Dogs have a particular way of reading the world and their place in it. Their vision, hearing, taste, scent and touch are different to ours. These senses allow them to explore and understand what's going on around them. Let's take a closer look before exploring the world of canine communications!
Vision - Dogs have amazing peripheral vision. On average humans register 180 degree field but dogs have an astounding 250 degrees. Their long distance vision is superior to their short vision. They are less likely to see straight ahead than laterally. Dogs generally have a poor colour perception and will see red, green, orange, yellow and blues as colours in contrast to white and grey but will not see these colours as uniquely different. Night vision is much better than ours.
Hearing - Did you know that dogs can capture sound with each ear independently? Not only do they have an extraordinary ability to hear high pitched sounds but they have four times the hearing capacity of us.
Taste - Most dogs tastebuds are gathered at the tip of their tongue. Taste and smell go hand in hand and provide dogs with all the information they need to assess their feed. They can distinguish between bitter, salty, sour and sweet.
Touch - Dogs Whiskers allow pups to navigate around an object and serves to protect them from any external impact whilst also providing them with information about potential opponent.
Scent - The most dominant of senses, dogs have approximately 220 million receptors compared to 5 million in humans. Dogs use scent to assess numerous things from identifying potential mates to assessing how their owner might be feeling. They can distinguish easily between different people and are even capable of identifying some illnesses and medical conditions in humans.
So now we know a little bit about how dogs use their senses to place themselves in the world, how do they communicate with us?
We know that scent is a powerful communication tool between dogs and they use it to identify things like status, both sexual and emotional, ownership, confidence and age. In communicating with us, they use their voice and body. They will verbalise by whining or crying if they want us to know they are distressed or fearful, they growl when they feel dominant or confident, they snarl when they are less confident but want to send a warning, they bark for a host of reasons so assessing the situation is important in understanding what the bark means. It might be a warning but it also might be that they are excited or they simply want attention. Howling can mean distress but it can also be a sign of celebration. Yelping will mean pain, fright and distress whilst moaning could mean pleasure or complacency. Getting to know your pup will help you work out exactly what their voice is telling you. It's always about context!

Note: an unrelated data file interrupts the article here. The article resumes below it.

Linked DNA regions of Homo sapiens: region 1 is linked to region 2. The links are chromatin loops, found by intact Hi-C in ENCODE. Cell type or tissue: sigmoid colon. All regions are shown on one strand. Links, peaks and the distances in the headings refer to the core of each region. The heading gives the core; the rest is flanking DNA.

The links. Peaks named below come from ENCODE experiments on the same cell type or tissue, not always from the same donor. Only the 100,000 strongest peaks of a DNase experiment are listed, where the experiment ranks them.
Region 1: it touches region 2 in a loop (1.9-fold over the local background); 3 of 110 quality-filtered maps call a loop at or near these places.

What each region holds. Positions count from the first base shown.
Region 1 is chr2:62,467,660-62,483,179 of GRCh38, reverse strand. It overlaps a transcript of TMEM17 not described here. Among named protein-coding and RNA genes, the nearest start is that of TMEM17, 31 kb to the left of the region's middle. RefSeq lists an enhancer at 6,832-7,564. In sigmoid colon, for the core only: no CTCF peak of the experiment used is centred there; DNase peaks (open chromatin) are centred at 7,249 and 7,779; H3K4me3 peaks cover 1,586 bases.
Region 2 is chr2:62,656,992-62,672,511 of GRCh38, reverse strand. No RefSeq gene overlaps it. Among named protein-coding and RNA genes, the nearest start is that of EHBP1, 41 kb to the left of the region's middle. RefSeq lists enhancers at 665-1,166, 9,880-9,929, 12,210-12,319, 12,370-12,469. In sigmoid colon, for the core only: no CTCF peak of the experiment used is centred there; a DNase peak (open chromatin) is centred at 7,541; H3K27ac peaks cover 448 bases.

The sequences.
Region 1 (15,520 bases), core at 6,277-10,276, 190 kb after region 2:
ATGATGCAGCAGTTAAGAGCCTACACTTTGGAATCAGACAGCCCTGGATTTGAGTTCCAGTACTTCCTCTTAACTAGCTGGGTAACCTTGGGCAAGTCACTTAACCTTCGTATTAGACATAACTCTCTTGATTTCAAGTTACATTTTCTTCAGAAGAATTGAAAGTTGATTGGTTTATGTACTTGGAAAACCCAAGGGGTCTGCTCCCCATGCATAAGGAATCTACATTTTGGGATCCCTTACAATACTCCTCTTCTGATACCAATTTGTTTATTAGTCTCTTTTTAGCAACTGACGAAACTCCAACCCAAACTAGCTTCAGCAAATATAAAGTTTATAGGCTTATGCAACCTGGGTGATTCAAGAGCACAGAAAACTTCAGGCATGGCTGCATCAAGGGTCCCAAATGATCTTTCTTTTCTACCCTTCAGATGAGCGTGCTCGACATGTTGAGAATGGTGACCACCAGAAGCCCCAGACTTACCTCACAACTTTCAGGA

The dog will go out of its way to give you information. We just need to be focused and willing to read the signs. Dogs tend to read patterns and events rather than rely on 'hearing' us. Here are some signs to look out for;
A dog is generally relaxed/attentive when the ears are up. The mouth will be closed and the stare friendly.
A dog is generally fearful /aggressive when the ears are back. The mouth will be open with some teeth showing and the stare more threatening.
A dog is generally dominant /aggressive when the ears are forward. The mouth will be open with most teeth showing. The stare is very threatening.
A dog is generally fearful/submissive when the ears are back. The mouth will be closed and drawn back and the stare diverted.
Remember, staring at a dog may be interpreted as a threat. Diverting your gaze will de-escalate any threat. The smaller your eyes the better.
When the tail is up, the dog is confident, aroused, dominant and threatening.
When the tail is up and stiff, aggression is present.
When the tail is raised, horizontal but not stiff, the dog is interested.
When the tail is tucked, the dog is fearful, intimidated and submissive.1
Remember, it is important to 'read' the dog as a whole. Consider body language, voice, the situation the dog is in as well as the general temperament of the dog. As always there are lots of great resources online.
1. National Dog Trainers Federation, Australia, 22214VIC Certificate 3 in Dog Behaviour and Training, VU20918 Investigate and assess canine behaviour.Pg 4 - 20
All opinions, advice and observations are my own and based on my work as a teacher, facilitator, community development manager and owner and friend to Pixie, Sulu, Woody, Max and Daphne over a lifetime.